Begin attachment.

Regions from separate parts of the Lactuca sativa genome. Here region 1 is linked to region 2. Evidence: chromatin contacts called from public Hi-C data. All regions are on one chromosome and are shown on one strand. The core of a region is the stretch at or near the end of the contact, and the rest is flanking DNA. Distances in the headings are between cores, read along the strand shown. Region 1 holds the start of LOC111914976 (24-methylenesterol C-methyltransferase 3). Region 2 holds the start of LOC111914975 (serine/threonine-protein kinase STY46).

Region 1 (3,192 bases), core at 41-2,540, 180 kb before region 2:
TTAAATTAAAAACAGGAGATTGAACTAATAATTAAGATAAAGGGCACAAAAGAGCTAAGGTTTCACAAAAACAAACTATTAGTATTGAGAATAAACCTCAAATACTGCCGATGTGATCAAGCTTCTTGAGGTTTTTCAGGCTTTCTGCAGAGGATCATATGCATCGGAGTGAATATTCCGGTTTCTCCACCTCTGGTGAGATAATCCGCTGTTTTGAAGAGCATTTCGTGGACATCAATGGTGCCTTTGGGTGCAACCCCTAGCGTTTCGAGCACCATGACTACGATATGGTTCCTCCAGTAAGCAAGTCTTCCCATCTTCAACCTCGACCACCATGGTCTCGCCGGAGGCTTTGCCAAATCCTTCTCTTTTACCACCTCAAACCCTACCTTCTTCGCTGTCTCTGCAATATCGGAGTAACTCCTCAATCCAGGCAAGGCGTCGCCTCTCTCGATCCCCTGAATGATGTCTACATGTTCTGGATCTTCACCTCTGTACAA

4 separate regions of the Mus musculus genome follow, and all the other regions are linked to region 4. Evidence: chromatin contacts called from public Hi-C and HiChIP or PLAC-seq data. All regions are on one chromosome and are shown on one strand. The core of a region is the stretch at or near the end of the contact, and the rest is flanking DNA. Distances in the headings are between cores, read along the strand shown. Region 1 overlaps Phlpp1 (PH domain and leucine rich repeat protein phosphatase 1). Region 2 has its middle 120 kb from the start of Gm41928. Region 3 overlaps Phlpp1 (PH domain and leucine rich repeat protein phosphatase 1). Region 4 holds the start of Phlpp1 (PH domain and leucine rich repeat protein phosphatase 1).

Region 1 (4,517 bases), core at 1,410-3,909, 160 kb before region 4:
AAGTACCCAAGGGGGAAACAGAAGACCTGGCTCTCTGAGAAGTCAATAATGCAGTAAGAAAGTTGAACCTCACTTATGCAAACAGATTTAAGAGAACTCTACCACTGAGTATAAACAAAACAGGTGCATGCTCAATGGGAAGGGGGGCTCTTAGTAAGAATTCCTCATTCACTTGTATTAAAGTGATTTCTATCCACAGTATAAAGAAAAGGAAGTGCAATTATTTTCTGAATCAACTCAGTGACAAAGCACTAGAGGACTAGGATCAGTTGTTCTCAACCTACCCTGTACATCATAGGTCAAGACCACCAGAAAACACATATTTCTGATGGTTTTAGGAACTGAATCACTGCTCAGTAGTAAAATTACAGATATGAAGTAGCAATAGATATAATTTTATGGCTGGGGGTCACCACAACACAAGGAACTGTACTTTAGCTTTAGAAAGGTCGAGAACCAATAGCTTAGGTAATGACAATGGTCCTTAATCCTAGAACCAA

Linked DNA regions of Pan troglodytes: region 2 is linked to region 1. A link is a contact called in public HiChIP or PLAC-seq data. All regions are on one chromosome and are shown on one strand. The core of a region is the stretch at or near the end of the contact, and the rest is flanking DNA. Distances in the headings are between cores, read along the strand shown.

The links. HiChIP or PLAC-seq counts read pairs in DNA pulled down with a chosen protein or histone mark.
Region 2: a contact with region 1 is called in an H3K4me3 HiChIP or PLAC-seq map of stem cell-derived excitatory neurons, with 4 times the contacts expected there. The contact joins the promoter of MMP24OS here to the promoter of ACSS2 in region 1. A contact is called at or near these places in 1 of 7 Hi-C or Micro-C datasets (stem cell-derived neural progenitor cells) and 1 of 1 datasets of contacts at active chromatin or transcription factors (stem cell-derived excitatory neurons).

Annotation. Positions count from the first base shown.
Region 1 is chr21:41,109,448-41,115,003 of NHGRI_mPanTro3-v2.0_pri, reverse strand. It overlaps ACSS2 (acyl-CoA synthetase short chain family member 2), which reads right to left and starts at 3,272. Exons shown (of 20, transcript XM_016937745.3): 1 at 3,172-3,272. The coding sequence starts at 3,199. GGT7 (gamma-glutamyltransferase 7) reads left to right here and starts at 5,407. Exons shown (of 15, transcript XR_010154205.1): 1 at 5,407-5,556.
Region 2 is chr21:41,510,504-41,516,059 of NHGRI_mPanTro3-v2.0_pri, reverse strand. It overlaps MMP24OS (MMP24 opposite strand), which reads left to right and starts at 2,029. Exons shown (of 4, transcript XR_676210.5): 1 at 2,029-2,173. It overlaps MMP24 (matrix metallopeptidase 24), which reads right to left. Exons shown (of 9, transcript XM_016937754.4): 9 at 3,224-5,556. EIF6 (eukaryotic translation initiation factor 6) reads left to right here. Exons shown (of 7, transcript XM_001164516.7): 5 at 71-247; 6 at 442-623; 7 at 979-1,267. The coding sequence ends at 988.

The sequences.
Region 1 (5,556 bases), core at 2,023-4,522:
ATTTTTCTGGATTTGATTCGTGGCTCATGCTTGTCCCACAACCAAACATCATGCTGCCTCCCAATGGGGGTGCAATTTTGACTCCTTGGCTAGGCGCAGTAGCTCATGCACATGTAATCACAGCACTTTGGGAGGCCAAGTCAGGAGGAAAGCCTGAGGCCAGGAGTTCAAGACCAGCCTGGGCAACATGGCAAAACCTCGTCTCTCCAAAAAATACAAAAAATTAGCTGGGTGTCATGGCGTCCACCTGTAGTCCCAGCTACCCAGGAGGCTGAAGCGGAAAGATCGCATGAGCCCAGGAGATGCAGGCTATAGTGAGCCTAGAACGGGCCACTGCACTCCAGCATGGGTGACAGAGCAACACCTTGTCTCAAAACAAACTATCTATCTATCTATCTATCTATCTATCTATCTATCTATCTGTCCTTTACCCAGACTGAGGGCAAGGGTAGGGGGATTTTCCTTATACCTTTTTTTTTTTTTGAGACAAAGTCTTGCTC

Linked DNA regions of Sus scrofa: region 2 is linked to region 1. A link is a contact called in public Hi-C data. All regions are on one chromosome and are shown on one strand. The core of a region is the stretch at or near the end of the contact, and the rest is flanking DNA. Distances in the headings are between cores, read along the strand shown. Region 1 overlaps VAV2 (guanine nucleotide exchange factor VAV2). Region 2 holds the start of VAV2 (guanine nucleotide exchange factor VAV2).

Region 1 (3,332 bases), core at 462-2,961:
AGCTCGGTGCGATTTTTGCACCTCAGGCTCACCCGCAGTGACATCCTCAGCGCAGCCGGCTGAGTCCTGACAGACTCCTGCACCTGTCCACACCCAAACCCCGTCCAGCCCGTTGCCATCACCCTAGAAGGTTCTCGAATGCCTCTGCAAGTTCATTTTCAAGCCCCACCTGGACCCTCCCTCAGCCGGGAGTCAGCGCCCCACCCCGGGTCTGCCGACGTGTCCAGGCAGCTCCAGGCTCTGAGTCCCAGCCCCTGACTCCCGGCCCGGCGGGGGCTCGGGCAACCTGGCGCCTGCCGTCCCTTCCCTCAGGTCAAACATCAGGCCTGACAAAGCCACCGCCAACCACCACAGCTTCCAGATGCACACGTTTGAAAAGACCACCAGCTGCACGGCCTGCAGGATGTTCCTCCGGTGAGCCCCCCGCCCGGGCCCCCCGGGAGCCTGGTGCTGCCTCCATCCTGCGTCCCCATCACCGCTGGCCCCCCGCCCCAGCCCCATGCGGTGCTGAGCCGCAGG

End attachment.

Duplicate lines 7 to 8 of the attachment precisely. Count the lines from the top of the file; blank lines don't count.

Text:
Linked DNA regions of Pan troglodytes: region 2 is linked to region 1. A link is a contact called in public HiChIP or PLAC-seq data. All regions are on one chromosome and are shown on one strand. The core of a region is the stretch at or near the end of the contact, and the rest is flanking DNA. Distances in the headings are between cores, read along the strand shown.

The links. HiChIP or PLAC-seq counts read pairs in DNA pulled down with a chosen protein or histone mark.